It’s even true in the words we use to describe each other… a “big” boy vs. a “big” girl, a “little” woman vs. a “little” man. The connotation is totally different in each situation. I completely believe this, but find it very interesting to think about. I think that a lot of women find picking girl names to be easier because as a culture, we typically pick more creative/pretty/dainty names for girls and more traditional/masculine names for boys.

Saracita00 Says:

January 15th, 2014 at 12:42 pm

I get the point being made, but I think the argument falls a little bit flat when the #1 girl name in the country is Sophia. If you want to compare Jacob and Lily and observe which vowels “sound larger,” fine, but contrast Jacob with Sophia and the difference is rather obviously to the reverse.

You could even choose different names to contrast and argue that we want strong-and-dominant girls, determined by an abundance of distinctive consonant sounds — Elizabeth, Madison, Abigail — and sensitive boys, evidenced by a relative softness of consonants and abundance of vowel sounds — Noah, Ethan, Liam.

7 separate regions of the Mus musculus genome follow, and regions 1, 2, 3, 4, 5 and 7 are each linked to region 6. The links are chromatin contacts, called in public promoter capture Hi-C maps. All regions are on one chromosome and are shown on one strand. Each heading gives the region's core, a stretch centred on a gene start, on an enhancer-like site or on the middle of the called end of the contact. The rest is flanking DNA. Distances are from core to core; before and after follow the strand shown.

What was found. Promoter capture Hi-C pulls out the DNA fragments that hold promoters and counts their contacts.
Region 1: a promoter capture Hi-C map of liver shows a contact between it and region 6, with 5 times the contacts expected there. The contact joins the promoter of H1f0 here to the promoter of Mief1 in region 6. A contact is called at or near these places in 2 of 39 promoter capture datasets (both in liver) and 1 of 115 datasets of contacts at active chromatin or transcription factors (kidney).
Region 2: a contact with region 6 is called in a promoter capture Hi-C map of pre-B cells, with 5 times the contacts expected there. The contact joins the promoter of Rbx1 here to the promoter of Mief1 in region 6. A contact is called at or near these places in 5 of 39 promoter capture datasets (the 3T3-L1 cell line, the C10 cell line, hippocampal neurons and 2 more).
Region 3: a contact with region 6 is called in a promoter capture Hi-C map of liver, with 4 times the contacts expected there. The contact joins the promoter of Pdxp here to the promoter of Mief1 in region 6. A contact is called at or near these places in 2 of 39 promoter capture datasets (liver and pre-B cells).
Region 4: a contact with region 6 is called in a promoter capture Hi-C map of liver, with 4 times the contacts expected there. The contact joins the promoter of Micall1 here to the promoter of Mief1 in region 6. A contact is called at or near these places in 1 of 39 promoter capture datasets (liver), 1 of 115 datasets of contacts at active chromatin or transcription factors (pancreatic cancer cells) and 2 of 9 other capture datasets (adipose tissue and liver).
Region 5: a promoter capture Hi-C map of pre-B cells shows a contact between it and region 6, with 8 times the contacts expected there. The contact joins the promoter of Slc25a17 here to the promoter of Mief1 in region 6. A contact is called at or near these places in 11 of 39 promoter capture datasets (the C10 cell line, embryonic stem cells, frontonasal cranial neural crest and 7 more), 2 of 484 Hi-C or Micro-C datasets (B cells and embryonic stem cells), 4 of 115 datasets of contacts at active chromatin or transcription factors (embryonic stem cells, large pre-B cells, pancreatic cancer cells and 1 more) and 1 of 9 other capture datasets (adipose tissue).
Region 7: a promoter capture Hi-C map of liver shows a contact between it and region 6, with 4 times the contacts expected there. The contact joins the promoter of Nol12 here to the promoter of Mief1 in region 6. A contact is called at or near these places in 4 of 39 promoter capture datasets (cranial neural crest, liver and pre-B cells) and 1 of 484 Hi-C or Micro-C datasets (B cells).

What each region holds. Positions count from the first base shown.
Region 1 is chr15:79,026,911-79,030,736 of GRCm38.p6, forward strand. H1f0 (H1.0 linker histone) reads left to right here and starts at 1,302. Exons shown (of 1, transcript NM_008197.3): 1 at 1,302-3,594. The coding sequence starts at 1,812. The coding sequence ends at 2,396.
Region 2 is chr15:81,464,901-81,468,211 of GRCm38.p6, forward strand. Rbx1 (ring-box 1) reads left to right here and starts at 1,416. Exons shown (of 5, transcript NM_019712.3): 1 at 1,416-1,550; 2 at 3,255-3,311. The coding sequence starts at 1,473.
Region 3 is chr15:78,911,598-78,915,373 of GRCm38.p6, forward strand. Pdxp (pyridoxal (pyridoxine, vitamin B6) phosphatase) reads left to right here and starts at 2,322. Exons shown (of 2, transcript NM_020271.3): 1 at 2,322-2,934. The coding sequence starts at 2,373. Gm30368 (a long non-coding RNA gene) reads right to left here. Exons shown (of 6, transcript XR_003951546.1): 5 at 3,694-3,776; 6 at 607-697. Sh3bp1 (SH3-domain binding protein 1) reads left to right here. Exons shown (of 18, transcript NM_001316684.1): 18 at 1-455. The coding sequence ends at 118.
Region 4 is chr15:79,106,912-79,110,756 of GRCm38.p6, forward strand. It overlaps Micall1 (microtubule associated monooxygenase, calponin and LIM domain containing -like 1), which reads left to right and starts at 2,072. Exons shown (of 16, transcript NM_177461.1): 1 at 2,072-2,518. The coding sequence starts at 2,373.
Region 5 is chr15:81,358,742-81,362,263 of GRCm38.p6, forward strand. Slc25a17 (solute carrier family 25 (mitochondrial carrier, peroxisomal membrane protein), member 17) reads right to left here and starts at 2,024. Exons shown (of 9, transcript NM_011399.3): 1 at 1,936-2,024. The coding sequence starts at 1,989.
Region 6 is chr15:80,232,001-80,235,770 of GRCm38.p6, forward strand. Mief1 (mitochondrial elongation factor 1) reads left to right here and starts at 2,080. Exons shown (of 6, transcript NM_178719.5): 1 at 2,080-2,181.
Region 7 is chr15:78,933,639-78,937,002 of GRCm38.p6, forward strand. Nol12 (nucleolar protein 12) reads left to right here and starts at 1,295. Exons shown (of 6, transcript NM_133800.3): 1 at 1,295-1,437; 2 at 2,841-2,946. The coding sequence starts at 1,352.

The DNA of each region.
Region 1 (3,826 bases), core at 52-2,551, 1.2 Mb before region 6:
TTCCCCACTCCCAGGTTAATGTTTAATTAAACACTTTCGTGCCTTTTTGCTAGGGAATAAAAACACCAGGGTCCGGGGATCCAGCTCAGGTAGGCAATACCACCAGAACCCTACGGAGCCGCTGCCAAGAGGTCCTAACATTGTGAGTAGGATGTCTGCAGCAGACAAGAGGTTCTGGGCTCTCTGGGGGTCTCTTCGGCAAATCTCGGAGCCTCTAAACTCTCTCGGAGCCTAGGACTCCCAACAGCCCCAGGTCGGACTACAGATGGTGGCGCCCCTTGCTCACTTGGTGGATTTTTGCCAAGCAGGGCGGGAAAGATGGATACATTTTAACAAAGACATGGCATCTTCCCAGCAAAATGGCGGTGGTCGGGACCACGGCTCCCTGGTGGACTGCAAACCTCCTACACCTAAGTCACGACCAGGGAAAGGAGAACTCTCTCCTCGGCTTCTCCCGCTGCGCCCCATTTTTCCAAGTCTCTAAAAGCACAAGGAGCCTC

Similarly, other names in the Top Ten have no appreciable difference between the sexes: Noah vs Emma, Ava and Mia. Or Jayden vs Madison; William vs. Isabella; Alexander vs Elizabeth.

It’s an interesting argument, but I think if a researcher were to look for for another result, the same data could easily be interpreted differently.

littlewren Says:

January 15th, 2014 at 1:13 pm

This is interesting!

It explains why some of my favorite girl names – Bonnie and Maren for example – feel… big. I picture an independent brunette or maybe redheaded girl, tall and strong with some meat and muscle on her bones, when I picture a Maren or Bonnie. (I’ve never actually met anyone by either name.) I could never place why before.
Some other names that feel this way to me are Odette, Elia, Clementine, Faye, Delaney, Marilla, Maude, Olympia, Lola, Marina, Adair.

Daisychain Says:

January 15th, 2014 at 2:20 pm

Some of this is valid, but much of it is poorly argued and/or complete poppycock. As several people have pointed out, the author chooses names that prove his point. What would he make of the many girls names popular in the US that have decidedly long sounds (the equally long a in Kaylee and Aiden, for example)? What about the increasingly popular trend of using male names on female babies?

Also: